GLENDALE — Mayor Ara Najarian and Councilman Bob Yousefian announced their intent to run for reelection Thursday night in two very different settings — one to a close group of supporters, the other on live television.
Yousefian publicly announced his reelection bid on the “Larry Zarian Show” around the same time Najarian was satisfying the curiosity of about 50 supporters at a private event at Brandview Collection. Both men, together with their council colleague Frank Quintero, face expired terms in 2009.
Quintero said he intends to run, but may not make an announcement until after summer.
Yousefian — who has served on the council since 2001 and been heavily involved in hillside protection issues — said he had made his decision to run last week, and that he would not accept campaign contributions from city employee or management unions. “I’m going to run for the last time,” he told Zarian.
Najarian cited his desire to realize more recreational space citywide and a planned aquatics center, and to have a hand in molding Glendale’s continued downtown growth.
“I’m still in awe the downtown area is going to make an incredible transformation,” he said.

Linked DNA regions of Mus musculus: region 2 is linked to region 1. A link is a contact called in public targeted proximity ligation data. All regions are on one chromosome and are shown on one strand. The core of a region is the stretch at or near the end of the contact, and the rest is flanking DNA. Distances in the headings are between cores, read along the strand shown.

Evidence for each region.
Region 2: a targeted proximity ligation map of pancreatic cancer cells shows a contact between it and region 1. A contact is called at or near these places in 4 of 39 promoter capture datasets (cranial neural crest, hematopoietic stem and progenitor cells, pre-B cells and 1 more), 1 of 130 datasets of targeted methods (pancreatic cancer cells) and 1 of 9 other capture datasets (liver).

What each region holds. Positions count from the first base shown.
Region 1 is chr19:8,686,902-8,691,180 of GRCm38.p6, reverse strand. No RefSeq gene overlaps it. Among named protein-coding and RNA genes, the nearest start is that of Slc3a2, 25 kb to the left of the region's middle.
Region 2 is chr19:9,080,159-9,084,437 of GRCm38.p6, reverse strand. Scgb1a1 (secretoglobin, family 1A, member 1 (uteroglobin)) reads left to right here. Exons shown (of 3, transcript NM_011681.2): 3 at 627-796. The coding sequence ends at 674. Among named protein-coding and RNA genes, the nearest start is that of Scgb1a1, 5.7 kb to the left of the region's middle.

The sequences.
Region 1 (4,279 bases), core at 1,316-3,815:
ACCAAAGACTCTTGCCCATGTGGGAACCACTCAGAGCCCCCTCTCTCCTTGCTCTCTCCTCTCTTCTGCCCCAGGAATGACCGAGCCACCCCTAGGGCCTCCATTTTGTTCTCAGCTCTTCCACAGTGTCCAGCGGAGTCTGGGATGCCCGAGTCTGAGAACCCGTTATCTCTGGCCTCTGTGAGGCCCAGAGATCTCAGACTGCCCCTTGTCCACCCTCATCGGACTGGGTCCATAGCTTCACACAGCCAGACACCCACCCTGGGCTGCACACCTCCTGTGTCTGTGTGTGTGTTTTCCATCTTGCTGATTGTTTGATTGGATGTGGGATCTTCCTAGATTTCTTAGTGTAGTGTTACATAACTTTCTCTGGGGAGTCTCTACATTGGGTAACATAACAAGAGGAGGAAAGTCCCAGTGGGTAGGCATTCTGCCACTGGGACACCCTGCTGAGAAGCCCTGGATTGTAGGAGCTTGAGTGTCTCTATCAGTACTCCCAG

Recognizing that it was still very early in the municipal election season, both men said their announcements center on intent, and did not signify the beginning of any actual campaigning. Campaigns don’t typically heat up until the winter before the April election.
Yousefian’s decision to reenter the fray comes after a turbulent 2007, in which he resigned as the Glendale-Burbank representative to the influential Southern California Assn. of Governments and as president of the Glendale-Burbank-Pasadena Airport Authority following weeks of criticism over what many called disruptive behavior on the dais.
His tirade at a September council meeting over a flawed staff report on residential setbacks along East Glenoaks Boulevard sparked intense criticism from his colleagues over his disposition that eventually manifested itself in the form of a no-confidence vote for his service on the airport authority.
In resigning his posts Nov. 13, Yousefian cited the need to “insulate” the authority from City Council politics, and said he would devote his time to focusing on the needs of Glendale residents.
Despite the tension, Yousefian’s supporters laud his straight-shooter style and the fact that he his unafraid to attack perceived inconsistencies during public meetings.
“I’m going to call it the way I see it,” Yousefian told Zarian Thursday night. But Zarian pressed Yousefian to address the tension at City Hall, saying it was clear members on the council were not getting along. “I have buried the hatchet,” Yousefian said. “I let bygone be bygones. We need to move on.”
As of Dec. 31, Yousefian’s campaign had a cash balance of $37,861. Najarian was close behind with $34,455, and Quintero reported $9,185, according to the City Clerk’s Office.